The hidden benefits of long-term planning
Editorial

The hidden benefits of long-term planning

Long-term planning is all in your head. But you should do it anyway.

Trying to plan more than a few months ahead in an uncertain world can feel pointless, but there are benefits you may not have considered.

Where were you five years ago?

Not watching Netflix, that’s for sure. Or riding in an Uber cab. At that time they were still just things Americans talked about.

Back in 2011, small children didn’t know the words to Let It Go, and nobody knew what Snapchat or Tinder were. The big supermarkets were convinced that the growth of Aldi and Lidl was a blip, and the big political parties were convinced that they could safely ignore anti-EU campaigners. Not that any of it would matter if the Mayan apocalypse came to pass.

A lot can happen in five years, and in today’s fast-changing and uncertain world, where new digital trends continually appear from nowhere to disrupt entire industries, planning more than a few months ahead can feel like folly.

But maybe things aren’t as uncertain as they seem. In fact, the ability of marketers to prepare for the future is better than ever, says independent marketing strategist Sophia Ahrel, because digitisation has made activity more concrete, more measurable, and easier to plan.

Ahrel says: “Technology is speeding everything up, but I think, in a way, it’s now easier to plan, because we have access to tools and data that allow us to forecast more accurately, whereas in the past we could only look at what was successful and build on that. Now there’s much more forecasting and trend analysis that marketers have access to. So it may be more complex now, but you’re more likely to get it right today than you were 20 years ago.”

The growing influence of consumers on brands has had an impact here too, Ahrel believes, forcing companies to take a more evidence-based approach. “The relationship between brands and consumers has changed dramatically – consumers are very influential in your decisions, and marketing is more customer-led,” she says.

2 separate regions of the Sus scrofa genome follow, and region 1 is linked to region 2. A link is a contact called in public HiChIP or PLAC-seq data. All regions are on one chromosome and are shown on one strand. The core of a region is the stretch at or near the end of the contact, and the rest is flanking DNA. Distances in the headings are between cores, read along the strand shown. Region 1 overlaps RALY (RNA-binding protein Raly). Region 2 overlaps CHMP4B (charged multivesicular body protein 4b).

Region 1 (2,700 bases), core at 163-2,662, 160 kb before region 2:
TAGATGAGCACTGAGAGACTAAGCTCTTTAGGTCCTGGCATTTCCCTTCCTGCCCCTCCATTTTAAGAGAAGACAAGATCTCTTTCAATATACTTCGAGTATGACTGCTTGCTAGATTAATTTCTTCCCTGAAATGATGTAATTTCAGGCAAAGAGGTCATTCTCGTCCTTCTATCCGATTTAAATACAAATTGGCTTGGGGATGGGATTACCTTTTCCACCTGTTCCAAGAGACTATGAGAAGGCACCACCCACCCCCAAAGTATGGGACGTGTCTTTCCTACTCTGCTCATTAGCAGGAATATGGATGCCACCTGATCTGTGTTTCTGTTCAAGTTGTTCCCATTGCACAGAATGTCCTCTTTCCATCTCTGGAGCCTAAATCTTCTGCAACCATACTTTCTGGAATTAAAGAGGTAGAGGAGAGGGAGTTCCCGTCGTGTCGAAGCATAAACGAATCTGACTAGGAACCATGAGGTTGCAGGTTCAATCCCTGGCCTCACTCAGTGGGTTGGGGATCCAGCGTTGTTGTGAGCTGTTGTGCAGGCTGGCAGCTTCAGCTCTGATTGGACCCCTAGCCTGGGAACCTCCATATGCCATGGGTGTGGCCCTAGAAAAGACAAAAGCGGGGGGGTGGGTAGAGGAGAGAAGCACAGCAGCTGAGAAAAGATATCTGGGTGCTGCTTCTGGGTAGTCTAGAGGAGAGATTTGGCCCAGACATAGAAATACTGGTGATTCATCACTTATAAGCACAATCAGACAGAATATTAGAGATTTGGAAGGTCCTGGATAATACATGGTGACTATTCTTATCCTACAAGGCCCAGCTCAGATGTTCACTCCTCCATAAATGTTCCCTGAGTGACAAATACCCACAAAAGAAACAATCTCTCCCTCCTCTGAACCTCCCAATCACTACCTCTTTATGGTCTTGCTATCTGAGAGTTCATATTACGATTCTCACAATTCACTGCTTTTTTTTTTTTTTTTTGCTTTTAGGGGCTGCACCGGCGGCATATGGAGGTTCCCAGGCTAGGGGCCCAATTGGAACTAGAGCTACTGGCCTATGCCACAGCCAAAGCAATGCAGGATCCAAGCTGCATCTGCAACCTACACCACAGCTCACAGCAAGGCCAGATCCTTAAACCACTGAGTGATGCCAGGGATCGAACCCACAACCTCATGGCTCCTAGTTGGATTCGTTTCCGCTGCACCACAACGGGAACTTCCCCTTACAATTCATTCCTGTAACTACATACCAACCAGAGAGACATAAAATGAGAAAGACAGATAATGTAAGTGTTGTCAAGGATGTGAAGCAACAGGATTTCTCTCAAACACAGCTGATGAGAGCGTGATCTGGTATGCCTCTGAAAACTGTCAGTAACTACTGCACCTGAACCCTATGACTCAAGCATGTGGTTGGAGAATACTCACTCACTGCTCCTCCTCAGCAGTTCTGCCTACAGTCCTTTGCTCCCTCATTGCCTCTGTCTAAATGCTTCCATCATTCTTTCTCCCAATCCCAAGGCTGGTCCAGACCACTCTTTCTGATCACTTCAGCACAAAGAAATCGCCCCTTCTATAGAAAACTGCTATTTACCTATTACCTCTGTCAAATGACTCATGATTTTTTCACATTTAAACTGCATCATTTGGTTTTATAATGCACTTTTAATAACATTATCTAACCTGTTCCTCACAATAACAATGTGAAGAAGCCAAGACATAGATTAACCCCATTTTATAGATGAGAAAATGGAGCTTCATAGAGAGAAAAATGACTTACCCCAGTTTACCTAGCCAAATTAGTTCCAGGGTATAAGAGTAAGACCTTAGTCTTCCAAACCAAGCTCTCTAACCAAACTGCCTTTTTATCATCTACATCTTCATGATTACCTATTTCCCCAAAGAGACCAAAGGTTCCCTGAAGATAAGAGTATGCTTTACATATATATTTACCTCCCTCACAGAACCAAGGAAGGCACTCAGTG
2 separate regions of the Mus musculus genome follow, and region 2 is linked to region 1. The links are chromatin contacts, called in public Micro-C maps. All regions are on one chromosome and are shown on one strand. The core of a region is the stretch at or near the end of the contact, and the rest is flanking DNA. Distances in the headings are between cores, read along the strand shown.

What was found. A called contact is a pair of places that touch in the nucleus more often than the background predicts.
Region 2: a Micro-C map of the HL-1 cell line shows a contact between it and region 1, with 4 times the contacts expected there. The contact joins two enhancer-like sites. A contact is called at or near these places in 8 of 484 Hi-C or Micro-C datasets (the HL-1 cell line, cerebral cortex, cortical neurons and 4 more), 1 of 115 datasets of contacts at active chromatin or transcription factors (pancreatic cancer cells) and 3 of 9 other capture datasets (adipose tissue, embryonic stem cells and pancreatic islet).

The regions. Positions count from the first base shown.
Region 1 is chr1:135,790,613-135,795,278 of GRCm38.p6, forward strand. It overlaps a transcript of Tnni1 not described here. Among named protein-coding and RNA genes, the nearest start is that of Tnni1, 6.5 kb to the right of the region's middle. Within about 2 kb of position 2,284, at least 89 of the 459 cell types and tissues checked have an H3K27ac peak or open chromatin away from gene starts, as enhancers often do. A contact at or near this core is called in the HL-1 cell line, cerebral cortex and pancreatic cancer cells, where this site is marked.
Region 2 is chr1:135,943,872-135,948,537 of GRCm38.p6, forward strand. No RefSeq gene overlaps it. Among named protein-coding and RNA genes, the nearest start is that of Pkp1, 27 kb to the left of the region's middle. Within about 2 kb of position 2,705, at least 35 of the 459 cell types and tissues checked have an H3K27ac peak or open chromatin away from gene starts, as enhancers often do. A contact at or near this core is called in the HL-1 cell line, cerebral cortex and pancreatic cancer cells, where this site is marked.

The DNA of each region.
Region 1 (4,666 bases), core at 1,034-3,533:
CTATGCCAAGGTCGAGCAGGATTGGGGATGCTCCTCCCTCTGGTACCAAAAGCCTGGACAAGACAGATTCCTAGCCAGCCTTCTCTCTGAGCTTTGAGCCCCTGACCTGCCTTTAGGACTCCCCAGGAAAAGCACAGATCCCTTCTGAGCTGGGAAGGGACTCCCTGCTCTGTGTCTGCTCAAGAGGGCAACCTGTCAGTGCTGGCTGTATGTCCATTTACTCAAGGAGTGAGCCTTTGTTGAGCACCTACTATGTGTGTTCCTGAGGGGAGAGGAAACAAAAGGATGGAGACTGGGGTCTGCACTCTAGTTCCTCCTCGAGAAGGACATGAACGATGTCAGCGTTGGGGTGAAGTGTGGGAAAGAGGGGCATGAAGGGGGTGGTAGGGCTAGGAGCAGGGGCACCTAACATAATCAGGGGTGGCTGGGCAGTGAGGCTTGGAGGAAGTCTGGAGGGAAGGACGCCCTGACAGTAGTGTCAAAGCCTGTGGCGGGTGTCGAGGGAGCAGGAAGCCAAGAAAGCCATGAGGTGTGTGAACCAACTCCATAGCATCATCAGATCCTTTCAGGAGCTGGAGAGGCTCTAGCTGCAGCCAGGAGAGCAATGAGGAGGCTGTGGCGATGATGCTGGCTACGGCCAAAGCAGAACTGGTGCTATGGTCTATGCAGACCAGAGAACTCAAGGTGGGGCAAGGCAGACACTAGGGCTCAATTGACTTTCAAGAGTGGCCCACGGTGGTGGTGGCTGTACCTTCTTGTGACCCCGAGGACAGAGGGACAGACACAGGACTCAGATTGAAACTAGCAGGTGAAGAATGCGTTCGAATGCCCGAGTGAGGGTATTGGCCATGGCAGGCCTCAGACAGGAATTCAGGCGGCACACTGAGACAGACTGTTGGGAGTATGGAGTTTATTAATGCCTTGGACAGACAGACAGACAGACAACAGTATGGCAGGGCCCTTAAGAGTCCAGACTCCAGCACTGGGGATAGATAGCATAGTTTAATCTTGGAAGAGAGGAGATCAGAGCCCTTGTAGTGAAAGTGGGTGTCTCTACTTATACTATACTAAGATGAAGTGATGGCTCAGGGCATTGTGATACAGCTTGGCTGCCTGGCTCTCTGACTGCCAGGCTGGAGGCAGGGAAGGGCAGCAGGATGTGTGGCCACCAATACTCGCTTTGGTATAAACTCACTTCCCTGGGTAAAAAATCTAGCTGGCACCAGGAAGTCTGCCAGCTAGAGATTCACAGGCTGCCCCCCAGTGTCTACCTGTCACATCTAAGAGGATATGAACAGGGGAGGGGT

Marketing planning has other, softer benefits too. As well as guiding your activities, a plan is about setting out your vision and communicating it to your team.

Ahrel says there are clear benefits to implementing a marketing strategy beyond its actual aims. A good marketing strategy will get everyone in the company engaged and involved, which is a good thing in the long term. “I see a lot of impact on talent retention in the teams I’ve worked with,” she says. “The tension between marketing and sales tends to be eased, you see people more empowered, organisations more focused, and these changes are sustained. You leave behind a team that understands that they’re not just there to make money or get the biggest market share – they’re more aware of what it is that they’re building, and they value what they do. That’s what strategy can do: cutting back politics, making people work together for a common goal. That has huge benefits.”

To marketing professionals trained on metrics and measurability, some of these extra benefits of planning ahead might seem a bit fuzzy and intangible. But as Professor Dumbledore once advised Harry Potter, just because something’s happening inside your head doesn’t mean it’s not real.

Robert Bain Freelance Writer and Editor CPL
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